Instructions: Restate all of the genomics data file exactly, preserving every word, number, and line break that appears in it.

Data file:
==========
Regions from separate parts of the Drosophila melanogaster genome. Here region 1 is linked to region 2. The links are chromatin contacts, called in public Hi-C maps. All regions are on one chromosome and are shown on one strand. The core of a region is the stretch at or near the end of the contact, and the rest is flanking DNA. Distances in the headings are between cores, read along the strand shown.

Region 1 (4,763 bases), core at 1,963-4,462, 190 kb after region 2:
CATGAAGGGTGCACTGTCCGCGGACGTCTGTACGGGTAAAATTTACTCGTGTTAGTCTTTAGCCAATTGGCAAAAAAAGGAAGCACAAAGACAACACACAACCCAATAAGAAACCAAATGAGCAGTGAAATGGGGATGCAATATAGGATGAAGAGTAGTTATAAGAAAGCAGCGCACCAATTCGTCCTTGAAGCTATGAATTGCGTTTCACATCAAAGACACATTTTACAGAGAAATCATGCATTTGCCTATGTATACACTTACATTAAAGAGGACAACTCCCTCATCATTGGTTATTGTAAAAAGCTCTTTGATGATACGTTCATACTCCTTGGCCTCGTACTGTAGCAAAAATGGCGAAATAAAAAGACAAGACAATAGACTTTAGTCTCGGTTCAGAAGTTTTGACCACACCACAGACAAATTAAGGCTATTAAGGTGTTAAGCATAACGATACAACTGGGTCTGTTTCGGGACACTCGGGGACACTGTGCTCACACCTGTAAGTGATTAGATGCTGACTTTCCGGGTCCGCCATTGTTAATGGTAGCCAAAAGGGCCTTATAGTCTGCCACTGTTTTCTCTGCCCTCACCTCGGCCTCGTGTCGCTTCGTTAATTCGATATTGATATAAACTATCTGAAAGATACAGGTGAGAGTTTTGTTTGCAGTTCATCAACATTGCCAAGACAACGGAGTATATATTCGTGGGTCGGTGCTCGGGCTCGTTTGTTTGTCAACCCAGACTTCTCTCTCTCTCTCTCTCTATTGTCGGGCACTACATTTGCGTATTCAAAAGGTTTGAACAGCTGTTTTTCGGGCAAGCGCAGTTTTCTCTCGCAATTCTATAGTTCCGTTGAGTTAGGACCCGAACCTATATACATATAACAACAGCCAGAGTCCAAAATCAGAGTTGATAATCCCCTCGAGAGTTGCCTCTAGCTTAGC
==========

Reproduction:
Regions from separate parts of the Drosophila melanogaster genome. Here region 1 is linked to region 2. The links are chromatin contacts, called in public Hi-C maps. All regions are on one chromosome and are shown on one strand. The core of a region is the stretch at or near the end of the contact, and the rest is flanking DNA. Distances in the headings are between cores, read along the strand shown.

Region 1 (4,763 bases), core at 1,963-4,462, 190 kb after region 2:
CATGAAGGGTGCACTGTCCGCGGACGTCTGTACGGGTAAAATTTACTCGTGTTAGTCTTTAGCCAATTGGCAAAAAAAGGAAGCACAAAGACAACACACAACCCAATAAGAAACCAAATGAGCAGTGAAATGGGGATGCAATATAGGATGAAGAGTAGTTATAAGAAAGCAGCGCACCAATTCGTCCTTGAAGCTATGAATTGCGTTTCACATCAAAGACACATTTTACAGAGAAATCATGCATTTGCCTATGTATACACTTACATTAAAGAGGACAACTCCCTCATCATTGGTTATTGTAAAAAGCTCTTTGATGATACGTTCATACTCCTTGGCCTCGTACTGTAGCAAAAATGGCGAAATAAAAAGACAAGACAATAGACTTTAGTCTCGGTTCAGAAGTTTTGACCACACCACAGACAAATTAAGGCTATTAAGGTGTTAAGCATAACGATACAACTGGGTCTGTTTCGGGACACTCGGGGACACTGTGCTCACACCTGTAAGTGATTAGATGCTGACTTTCCGGGTCCGCCATTGTTAATGGTAGCCAAAAGGGCCTTATAGTCTGCCACTGTTTTCTCTGCCCTCACCTCGGCCTCGTGTCGCTTCGTTAATTCGATATTGATATAAACTATCTGAAAGATACAGGTGAGAGTTTTGTTTGCAGTTCATCAACATTGCCAAGACAACGGAGTATATATTCGTGGGTCGGTGCTCGGGCTCGTTTGTTTGTCAACCCAGACTTCTCTCTCTCTCTCTCTCTATTGTCGGGCACTACATTTGCGTATTCAAAAGGTTTGAACAGCTGTTTTTCGGGCAAGCGCAGTTTTCTCTCGCAATTCTATAGTTCCGTTGAGTTAGGACCCGAACCTATATACATATAACAACAGCCAGAGTCCAAAATCAGAGTTGATAATCCCCTCGAGAGTTGCCTCTAGCTTAGC